“Ludwig von Mises outlined how Karl Marx confused a strictly hereditary CASTE system, as practiced in India or feudal Europe, with a modern CLASS system where any citizen can be in the class of Chairmen of the Board of Directors or the class of a janitor of that corporation.”

#20 Comment By Edmund On July 11, 2012 @ 8:19 pm

The level of misunderstanding and misinformation in this article makes me weep for American conservatism. Don’t endorse a “school” of economics that scorns rigor and dismisses empiricism. It’s a difficult and technical subject that shouldn’t be approached armed with with a tool kit of shibboleths and totems.

#21 Comment By Ben, Okla. City On July 11, 2012 @ 8:37 pm

Austrian economics is not a theoretical system that lends itself to producing refutable hypotheses and testing said hypotheses. It is an a set of revealed preferences for minimalist government based on a priori arguments.

Get empirical, then I’ll take it seriously. Right now, you’re right below the Randian Objectivists and anti-vaxxers on my Silly List.

#22 Comment By Clint On July 12, 2012 @ 2:50 pm

“Austrians consider their methodology to be superior to mainstream economists’ attempts to mimic the “hard’ sciences through what Austrians consider to be a “naive” empiricism. This “naive” attempt by the mainstream academic community to mimic the hard sciences through econometrics has had questionable results.”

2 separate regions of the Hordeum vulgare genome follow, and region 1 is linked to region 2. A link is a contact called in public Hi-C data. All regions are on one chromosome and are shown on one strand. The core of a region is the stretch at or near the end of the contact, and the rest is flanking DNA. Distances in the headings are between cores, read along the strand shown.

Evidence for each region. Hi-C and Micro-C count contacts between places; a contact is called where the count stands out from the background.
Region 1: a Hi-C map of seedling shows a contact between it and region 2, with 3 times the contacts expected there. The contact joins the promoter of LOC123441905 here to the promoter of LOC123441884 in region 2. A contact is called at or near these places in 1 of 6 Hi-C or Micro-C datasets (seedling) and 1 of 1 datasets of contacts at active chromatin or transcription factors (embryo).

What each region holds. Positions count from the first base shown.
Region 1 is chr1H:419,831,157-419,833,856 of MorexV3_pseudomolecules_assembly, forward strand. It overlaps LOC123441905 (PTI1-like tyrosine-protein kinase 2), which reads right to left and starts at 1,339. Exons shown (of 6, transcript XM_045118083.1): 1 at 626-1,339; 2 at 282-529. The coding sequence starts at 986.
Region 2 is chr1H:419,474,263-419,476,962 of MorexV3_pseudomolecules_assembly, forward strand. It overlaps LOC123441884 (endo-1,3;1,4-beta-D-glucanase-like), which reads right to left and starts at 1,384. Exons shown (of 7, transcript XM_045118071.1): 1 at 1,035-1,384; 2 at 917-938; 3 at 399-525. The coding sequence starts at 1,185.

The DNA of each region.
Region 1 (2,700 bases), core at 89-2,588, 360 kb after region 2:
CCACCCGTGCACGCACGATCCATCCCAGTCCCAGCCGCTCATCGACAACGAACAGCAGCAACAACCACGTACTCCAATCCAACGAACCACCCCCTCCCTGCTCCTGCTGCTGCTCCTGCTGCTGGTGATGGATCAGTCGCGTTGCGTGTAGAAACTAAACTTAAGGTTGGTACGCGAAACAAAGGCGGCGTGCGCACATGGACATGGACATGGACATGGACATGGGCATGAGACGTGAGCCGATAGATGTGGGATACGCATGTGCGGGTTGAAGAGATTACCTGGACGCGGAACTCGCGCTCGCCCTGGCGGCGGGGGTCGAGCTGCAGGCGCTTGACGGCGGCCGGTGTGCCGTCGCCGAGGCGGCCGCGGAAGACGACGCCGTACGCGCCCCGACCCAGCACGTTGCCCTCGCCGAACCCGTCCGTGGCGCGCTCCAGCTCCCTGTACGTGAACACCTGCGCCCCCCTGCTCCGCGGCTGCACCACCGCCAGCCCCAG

#23 Comment By Jack Tracey On July 12, 2012 @ 11:54 pm

I tried my best to get through Human Action. It was on my desk, in my living room and in my bathroom for a year. Every statement is so thoroughly reasoned that a working stiff like me has to read a section or a concept and let it sink in.

As for the rejection of reason in favor of empiricism, the Mises Institute folks give plenty of solid responses, but one need only notice that current circumstances and the path that led to them– though arrived at through reason before they were observed– are now clearly visible, and the theories arrived at through inductive reasoning by Keynes, et al have yet to produce any result beyond a call to double down when we have clearly busted on face cards. The hypothesis has been tested and has been rejected, “Sport”.

Economics is not physics. The human hand is precisely what the classical economists and their progeny have been trying to explain. Give Human Action a try. You’ll find no tired and meaningless slogans.

#24 Comment By Jack Tracey On July 13, 2012 @ 12:00 am

Also, whatever Hayek thought of religion, in economic terms, it is only a factor that affects preference and the perception of value. Individuals may have made normative statements, but ultimately the theoretical work of the “Austrians” is only describing principles and consequences. It is explaining what happens when you put your hand on a hot stove or borrow from the future to spend today. It’s up to us to decide what consequences we desire.